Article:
Discovery and the Perils of Transitional Television

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Nearly ten million people tuned in to the premiere of Star Trek: Discovery on CBS, but it’s anybody’s guess who’s going to stick around for episodes two and three.

That’s not due to the quality of the show. I think it’s the best Star Trek premiere since Deep Space Nine’s “Emissary”, but Paramount banked for decades on the loyalty of its fans. Even when the show was utter garbage, you could expect a few million eyeballs to watch it.

The billion dollar question is: are those fans willing to pay for the show?

The Ship That Launched a Thousand Shows

Star Trek is no stranger to new distribution networks. The Phase II television series was intended to start a fourth television network before it turned into a movie. Voyager launched the United Paramount Network, debuting to over 21 million viewers. (It never got those numbers again.)

Star Trek: the Next Generation did even more: it launched an entire business model. TNG proved that syndication was more than an afterlife for old network shows, and dozens of original dramas and mini-networks spawned in its wake. (Many of these shows were genre shows, too, from Hercules: the Legendary Journeys to Babylon 5.) The syndicated hours were eventually crowded out by new broadcast networks, but not before they triggered the growth of drama on cable networks. There’s a direct line from TNG to today’s Golden Age of television.

So if anything can jump the paywall and start a new trend, it’s a Star Trek show. But is Discovery up to the task?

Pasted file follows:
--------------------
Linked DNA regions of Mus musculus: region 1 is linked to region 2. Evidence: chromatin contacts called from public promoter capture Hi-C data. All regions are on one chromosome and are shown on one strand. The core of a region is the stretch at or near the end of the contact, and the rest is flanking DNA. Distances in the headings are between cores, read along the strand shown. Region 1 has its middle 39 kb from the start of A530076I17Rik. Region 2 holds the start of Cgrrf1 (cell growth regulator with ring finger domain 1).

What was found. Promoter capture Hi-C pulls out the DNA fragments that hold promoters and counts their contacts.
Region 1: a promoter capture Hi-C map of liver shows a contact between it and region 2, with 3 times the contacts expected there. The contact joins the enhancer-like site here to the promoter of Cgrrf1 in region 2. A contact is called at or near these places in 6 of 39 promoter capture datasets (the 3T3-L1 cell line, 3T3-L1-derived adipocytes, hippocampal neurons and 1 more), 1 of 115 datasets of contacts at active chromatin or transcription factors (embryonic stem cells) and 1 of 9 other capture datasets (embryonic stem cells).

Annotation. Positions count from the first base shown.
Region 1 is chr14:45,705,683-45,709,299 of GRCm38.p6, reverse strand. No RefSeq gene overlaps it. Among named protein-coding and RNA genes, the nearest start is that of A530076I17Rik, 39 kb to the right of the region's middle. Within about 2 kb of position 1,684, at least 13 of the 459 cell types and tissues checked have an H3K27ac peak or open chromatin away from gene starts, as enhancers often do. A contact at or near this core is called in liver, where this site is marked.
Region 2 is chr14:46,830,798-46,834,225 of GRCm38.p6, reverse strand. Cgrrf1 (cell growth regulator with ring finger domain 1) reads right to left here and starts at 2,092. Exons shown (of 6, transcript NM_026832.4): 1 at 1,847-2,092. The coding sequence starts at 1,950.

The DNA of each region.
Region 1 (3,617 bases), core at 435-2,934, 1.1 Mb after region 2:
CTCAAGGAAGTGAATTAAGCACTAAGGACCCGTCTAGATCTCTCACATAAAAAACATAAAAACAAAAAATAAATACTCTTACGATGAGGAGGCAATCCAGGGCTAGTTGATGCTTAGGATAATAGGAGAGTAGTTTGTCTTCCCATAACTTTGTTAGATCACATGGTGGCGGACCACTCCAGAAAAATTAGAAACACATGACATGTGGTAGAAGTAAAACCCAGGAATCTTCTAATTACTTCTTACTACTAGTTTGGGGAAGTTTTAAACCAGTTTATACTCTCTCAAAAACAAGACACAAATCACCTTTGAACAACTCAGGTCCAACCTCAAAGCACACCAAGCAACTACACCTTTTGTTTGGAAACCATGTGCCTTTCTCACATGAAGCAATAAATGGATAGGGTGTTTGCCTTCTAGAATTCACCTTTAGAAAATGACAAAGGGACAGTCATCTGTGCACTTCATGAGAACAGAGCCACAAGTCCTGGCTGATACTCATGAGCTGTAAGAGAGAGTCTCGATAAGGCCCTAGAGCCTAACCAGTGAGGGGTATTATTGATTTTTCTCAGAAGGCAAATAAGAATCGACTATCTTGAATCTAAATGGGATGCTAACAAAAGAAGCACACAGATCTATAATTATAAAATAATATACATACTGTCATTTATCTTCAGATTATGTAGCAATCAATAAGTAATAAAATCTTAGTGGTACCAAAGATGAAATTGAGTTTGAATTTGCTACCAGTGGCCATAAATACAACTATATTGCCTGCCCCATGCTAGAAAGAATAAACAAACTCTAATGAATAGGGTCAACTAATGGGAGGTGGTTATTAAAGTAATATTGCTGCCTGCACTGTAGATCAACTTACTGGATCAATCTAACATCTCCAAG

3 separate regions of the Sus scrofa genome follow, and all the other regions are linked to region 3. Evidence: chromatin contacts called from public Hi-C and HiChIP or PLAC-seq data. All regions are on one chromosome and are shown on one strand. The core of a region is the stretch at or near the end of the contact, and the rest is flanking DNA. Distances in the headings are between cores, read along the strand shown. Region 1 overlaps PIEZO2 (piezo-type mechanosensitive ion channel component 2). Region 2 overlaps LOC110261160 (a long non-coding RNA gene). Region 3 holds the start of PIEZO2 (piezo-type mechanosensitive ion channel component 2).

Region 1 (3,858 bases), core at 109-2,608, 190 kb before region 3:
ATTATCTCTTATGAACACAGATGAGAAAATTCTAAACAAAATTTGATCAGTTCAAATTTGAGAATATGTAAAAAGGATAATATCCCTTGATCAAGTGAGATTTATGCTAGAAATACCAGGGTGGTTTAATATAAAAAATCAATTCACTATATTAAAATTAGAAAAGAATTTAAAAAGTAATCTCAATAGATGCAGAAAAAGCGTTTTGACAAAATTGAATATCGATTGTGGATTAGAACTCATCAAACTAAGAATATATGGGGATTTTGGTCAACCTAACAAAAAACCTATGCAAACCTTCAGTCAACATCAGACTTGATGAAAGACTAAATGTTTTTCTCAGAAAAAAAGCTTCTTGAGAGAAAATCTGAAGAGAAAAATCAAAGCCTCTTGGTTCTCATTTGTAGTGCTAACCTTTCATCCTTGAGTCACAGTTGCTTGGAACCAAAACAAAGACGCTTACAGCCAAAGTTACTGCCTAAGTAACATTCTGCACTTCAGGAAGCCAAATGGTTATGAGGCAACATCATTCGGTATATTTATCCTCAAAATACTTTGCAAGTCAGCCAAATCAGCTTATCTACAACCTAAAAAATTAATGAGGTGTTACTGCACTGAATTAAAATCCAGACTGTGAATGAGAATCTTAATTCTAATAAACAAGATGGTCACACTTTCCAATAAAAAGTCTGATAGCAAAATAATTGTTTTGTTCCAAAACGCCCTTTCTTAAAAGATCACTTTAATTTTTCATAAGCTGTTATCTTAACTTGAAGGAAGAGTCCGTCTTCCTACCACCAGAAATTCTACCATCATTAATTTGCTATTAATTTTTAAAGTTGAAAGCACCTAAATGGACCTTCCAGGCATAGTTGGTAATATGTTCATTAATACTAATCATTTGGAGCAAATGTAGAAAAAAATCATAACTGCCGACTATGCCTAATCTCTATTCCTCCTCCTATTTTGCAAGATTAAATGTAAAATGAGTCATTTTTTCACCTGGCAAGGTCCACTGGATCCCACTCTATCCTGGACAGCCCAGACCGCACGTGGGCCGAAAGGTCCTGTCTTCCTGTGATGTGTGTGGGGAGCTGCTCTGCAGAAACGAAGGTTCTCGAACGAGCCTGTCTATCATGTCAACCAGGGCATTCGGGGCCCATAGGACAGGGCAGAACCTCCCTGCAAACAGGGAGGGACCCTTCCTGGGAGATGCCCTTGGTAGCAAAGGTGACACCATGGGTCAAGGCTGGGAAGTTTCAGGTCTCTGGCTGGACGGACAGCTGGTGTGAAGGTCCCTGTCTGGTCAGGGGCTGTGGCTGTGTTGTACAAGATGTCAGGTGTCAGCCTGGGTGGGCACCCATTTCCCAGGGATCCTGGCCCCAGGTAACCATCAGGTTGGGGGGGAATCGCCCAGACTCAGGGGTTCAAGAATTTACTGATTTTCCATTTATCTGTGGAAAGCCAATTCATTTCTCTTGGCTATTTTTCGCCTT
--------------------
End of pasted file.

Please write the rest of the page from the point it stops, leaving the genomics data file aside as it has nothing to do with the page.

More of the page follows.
Is Discovery the Babylon 5 of 2017?

On paper, Discovery has everything it needs for success: a charismatic lead, spectacular effects, and 50 years of backstory to build upon. But American television has changed since Enterprise went off the air in 2005. Even the hoariest of procedurals — many of them on CBS — incorporate elements of serialization. The shows on the cutting edge entice audiences with short, heavily serialized seasons best described as novels for television.

A novel for television… now where have I heard that phrase before?

Would totally be a fan
of Michael Burnham.

Babylon 5 brought about the dawn of the third age of television by telling a single story over five seasons. But it also rode out the end of the syndication boom, and its long-form ambitions were under constant pressure from the threat of cancellation. It was a pioneer in computer effects and one of the first shows to film in a 16:9 aspect ratio for HD television — but the early computer effects couldn’t be rendered in HD, and have aged poorly.

In many ways, Babylon 5 was revolutionary. But it also put itself in awkward corners that only a devoted cult of fans could love. It might have been a better show if somebody else had gone and made all of its mistakes first.

Discovery is in the same boat. To succeed in today’s television, it has to set aside the narrative conventions that have defined Star Trek for decades. Omni-competent Starfleet officers roaming through standalone adventures would seem quaint in a 2017 show, but there’s no guarantee that Discovery can change up the formula.

And if That Weren’t Hard Enough…

Even if Discovery lands on its narrative feet, CBS All Access might not be the right business model. There are already several TV subscription services on the market and more on the way. Nobody knows how many services viewers are willing to pay for. Enough fans rushed to try out All Access for CBS to crow about it the next day, but not so many that CBS felt like bragging with numbers.

Maybe individual streaming services are the future. Maybe it’s all about negotiating leverage. Maybe season 2 of Discovery will be a standalone app with micropayments. Maybe Google or Amazon will buy the whole shebang. There’s no telling what will happen, but whatever does happen will impact Discovery’s creative process. It already has with the awkward splitting of a single opening story into two parts — one broadcast, one streaming.

At the same time, it feels good to have a new episode of Star Trek to talk about. Discovery might soar. It might crash and burn. But on and around the screen, it looks like we’re in for an interesting ride.

 

 

 

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